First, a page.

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The best lawyers are often the most creative lawyers. But that doesn’t mean they are, or even want to be, labeled as “creative.” Creativity has a certain connotation to it — and it’s traditionally been a term associated with, well, creative people like artists, musicians and writers.But that’s changing. Creativity is an increasingly valued attribute in all fields and industries — synonymous with problem-solving and innovation.
It’s critical to think creatively and act creatively — not only to solve daunting legal challenges but also to market yourself and your law practice effectively.
Embracing your inner creative isn’t always easy. Logical, rather than creative, thinking is ingrained in us from the beginning of our legal careers. We are taught to think vertically, and work through a problem to a single solution. Lateral thinking, which involves coming at a problem from many different angles, doesn’t come as naturally for most lawyers. But it’s the type of thinking that is required for creative breakthroughs.
And there’s a lot of inertia in the legal industry. “Different” is frowned upon. Experimentation without judgment is rare. “Worrying” is a state of mind. Firms are managed by partners with differing views and committees that are slow to act.
But that doesn’t mean you must follow suit.
You may be apprehensive about thinking and acting creatively. That’s natural. You may assume you’re not creative. That’s common. There are many ways to express your creativity, but there’s one surefire way not to: Doing nothing. You’ll never know what innovative ideas reside within you unless you try.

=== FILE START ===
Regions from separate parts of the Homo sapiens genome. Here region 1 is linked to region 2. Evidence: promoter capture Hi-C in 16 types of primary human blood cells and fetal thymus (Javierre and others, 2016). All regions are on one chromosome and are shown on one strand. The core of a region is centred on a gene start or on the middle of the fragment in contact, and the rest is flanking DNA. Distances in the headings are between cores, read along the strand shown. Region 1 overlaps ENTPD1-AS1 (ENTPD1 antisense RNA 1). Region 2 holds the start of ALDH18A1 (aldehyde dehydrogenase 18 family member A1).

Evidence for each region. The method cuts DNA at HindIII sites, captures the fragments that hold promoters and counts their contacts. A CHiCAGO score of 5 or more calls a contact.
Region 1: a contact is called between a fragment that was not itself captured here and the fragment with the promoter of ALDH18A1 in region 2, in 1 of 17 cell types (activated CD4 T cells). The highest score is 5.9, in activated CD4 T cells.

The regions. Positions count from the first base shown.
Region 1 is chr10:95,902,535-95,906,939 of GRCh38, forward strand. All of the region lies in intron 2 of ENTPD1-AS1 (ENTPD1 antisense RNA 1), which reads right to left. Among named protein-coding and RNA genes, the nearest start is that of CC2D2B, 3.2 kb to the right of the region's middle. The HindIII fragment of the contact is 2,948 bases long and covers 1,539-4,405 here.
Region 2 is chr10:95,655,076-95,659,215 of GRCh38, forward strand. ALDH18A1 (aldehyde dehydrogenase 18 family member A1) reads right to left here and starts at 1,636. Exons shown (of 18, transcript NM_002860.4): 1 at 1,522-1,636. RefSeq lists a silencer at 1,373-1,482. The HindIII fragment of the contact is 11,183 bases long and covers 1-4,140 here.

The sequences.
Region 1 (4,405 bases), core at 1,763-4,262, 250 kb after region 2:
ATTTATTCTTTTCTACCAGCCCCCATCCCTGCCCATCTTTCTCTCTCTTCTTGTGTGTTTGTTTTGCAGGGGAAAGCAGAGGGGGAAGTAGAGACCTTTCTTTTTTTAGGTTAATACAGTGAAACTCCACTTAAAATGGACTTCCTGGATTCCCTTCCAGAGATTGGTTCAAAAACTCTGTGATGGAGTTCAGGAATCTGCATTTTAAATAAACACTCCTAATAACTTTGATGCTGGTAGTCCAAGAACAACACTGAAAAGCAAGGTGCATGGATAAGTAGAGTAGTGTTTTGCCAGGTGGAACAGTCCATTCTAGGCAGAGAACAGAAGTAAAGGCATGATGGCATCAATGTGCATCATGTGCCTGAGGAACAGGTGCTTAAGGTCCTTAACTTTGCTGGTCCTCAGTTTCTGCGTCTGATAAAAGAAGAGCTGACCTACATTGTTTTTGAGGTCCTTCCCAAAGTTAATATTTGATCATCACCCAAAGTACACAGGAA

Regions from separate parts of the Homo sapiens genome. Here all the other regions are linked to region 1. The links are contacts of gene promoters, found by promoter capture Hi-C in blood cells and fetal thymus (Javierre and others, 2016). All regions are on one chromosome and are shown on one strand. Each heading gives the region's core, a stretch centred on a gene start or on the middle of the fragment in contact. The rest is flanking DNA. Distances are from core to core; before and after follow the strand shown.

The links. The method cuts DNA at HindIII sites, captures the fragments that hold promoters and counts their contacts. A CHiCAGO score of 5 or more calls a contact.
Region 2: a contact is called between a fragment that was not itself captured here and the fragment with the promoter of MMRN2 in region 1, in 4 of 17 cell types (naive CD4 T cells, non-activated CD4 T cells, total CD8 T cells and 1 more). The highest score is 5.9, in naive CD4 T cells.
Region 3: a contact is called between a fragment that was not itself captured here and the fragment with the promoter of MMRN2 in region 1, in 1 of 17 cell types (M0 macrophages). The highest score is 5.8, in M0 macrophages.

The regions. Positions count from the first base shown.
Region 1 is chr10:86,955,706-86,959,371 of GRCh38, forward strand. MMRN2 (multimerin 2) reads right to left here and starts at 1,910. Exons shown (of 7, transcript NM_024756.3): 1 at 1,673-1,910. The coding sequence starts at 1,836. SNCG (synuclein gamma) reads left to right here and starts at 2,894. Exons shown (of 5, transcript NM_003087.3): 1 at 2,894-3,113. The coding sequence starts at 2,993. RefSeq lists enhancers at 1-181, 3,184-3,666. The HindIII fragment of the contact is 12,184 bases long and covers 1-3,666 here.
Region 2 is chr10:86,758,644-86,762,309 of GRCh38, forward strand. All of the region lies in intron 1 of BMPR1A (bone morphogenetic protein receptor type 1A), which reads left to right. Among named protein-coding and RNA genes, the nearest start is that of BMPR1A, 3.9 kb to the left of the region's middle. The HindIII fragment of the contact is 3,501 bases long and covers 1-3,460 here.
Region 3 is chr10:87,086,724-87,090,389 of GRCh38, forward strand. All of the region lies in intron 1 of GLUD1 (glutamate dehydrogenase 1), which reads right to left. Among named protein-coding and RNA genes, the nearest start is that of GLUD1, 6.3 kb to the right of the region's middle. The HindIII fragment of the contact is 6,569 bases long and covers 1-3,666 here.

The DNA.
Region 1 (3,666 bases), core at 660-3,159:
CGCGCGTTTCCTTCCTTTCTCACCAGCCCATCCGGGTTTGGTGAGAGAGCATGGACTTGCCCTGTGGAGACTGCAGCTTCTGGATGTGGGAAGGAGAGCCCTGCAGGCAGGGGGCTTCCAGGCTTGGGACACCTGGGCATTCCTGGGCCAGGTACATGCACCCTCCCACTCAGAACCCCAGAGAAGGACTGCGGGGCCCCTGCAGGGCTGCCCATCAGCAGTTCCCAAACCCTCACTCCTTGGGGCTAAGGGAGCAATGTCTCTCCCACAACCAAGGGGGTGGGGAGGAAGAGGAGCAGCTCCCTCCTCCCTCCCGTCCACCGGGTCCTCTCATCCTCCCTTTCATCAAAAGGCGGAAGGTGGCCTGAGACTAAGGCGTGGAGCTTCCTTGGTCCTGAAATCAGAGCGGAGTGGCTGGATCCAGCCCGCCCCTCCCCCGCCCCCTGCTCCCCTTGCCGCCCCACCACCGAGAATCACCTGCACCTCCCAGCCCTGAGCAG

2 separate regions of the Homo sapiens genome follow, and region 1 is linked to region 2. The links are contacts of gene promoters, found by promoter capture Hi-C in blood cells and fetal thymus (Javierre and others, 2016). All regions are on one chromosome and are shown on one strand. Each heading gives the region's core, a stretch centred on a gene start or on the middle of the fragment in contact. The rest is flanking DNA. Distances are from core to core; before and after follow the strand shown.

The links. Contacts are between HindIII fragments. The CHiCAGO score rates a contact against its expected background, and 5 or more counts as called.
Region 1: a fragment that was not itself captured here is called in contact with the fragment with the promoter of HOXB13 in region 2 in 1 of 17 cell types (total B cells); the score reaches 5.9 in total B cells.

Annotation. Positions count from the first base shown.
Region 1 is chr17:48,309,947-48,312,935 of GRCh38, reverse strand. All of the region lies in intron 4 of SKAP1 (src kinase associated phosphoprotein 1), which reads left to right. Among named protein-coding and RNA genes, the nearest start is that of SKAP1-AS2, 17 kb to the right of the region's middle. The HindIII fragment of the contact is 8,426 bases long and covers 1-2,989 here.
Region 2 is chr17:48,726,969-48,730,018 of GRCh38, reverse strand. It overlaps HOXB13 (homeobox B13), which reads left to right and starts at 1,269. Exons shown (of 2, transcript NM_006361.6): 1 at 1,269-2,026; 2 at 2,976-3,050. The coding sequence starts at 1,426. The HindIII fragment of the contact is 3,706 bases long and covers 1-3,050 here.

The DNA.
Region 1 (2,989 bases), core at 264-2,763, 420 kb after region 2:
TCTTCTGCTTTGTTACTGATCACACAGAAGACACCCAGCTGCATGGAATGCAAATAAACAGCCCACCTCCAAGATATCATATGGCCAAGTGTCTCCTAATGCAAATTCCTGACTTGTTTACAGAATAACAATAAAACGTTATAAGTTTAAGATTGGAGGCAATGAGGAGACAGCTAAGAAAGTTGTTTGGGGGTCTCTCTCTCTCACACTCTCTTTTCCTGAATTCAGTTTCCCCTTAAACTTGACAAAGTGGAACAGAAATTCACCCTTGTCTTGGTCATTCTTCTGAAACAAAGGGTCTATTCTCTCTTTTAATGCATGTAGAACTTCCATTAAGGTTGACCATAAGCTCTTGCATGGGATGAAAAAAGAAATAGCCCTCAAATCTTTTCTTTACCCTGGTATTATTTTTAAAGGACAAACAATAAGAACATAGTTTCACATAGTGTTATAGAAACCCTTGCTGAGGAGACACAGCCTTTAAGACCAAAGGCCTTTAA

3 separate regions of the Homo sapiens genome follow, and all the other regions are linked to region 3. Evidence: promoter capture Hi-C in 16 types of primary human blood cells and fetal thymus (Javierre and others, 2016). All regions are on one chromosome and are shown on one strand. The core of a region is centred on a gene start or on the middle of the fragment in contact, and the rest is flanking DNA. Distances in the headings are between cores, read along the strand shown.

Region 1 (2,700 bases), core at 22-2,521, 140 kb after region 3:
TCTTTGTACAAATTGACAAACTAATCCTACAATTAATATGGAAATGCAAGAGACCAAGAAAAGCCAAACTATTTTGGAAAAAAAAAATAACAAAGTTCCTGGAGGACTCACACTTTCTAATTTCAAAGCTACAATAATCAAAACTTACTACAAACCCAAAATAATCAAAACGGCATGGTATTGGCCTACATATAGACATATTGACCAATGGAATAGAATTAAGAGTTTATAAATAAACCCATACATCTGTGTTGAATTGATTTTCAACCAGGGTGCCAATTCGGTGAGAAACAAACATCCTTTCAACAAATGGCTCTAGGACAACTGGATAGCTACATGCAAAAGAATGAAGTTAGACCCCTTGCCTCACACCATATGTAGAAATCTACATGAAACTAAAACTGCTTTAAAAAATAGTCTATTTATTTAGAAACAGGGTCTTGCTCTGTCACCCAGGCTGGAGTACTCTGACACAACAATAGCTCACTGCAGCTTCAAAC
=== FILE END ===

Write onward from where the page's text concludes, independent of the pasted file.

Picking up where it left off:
Once you’ve embraced the idea that creativity is not a skill or attribute reserved for “special” people, start putting it into practice to build your practice.
Here’s an idea to get your creative juices flowing: Think like a beginner.
Eyeglass maker and creative juggernaut Warby Parker encourages employees to approach the world with a beginner’s mindset as a way to embrace curiosity and enhance creativity. This idea, inspired by Buddhist principles, is that while companies are made up of groups of experts who have solutions to problems at their fingertips, sometimes it’s better to think like a beginner who has questions that may lead to better, newer solutions.
Lawyers spend their careers working toward expert status, but adopting a “beginner” mindset can bring a fresh perspective to your practice.
Just because you’ve always billed by the hour, sent a card at the holidays, and published that quarterly newsletter doesn’t mean it’s a good idea to do so in the future. One of the best ways to find out what clients want is to ask them. Experts often think they have all the answers. Beginners like to ask lots of questions, so think like a beginner once in awhile.
You have the power to unleash your inner creative. Start small. Take some risks. By harnessing your creativity, you’ll stand apart from the pack. And in the legal industry (naysayers be damned!) that’s a good thing. By bucking the status quo, you can create an interesting and profitable practice that makes you indispensable, rather than expendable, in the minds of clients.
You can go from being one of many to one of a kind.
Jay Harrington is co-founder of Harrington Communications, where he leads the agency’s Brand Strategy, Content Creation and Client Service teams. He is the author of the new book, “One of a Kind: A Proven Path to a Profitable Law Practice,” and he writes weekly dispatches on his agency’s blog, Simply Stated. Previously, Jay was a commercial litigator and corporate bankruptcy attorney at Skadden, Arps, Slate, Meagher & Flom and Foley & Lardner. Follow him @harringj75.
Almost every lawyer wants to command higher rates and attract more clients. But many are stuck perusing ineffective strategies. Others don’t even know where to start. In his new book, lawyer-turned-legal marketer Jay Harrington lays out a path for lawyers to build a profitable practice. Grab your copy from the Attorney at Work bookstore and get practical advice for building a more profitable practice!
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Jay Harrington's 10 steps to your best business game.March 19, 2019 0 0 0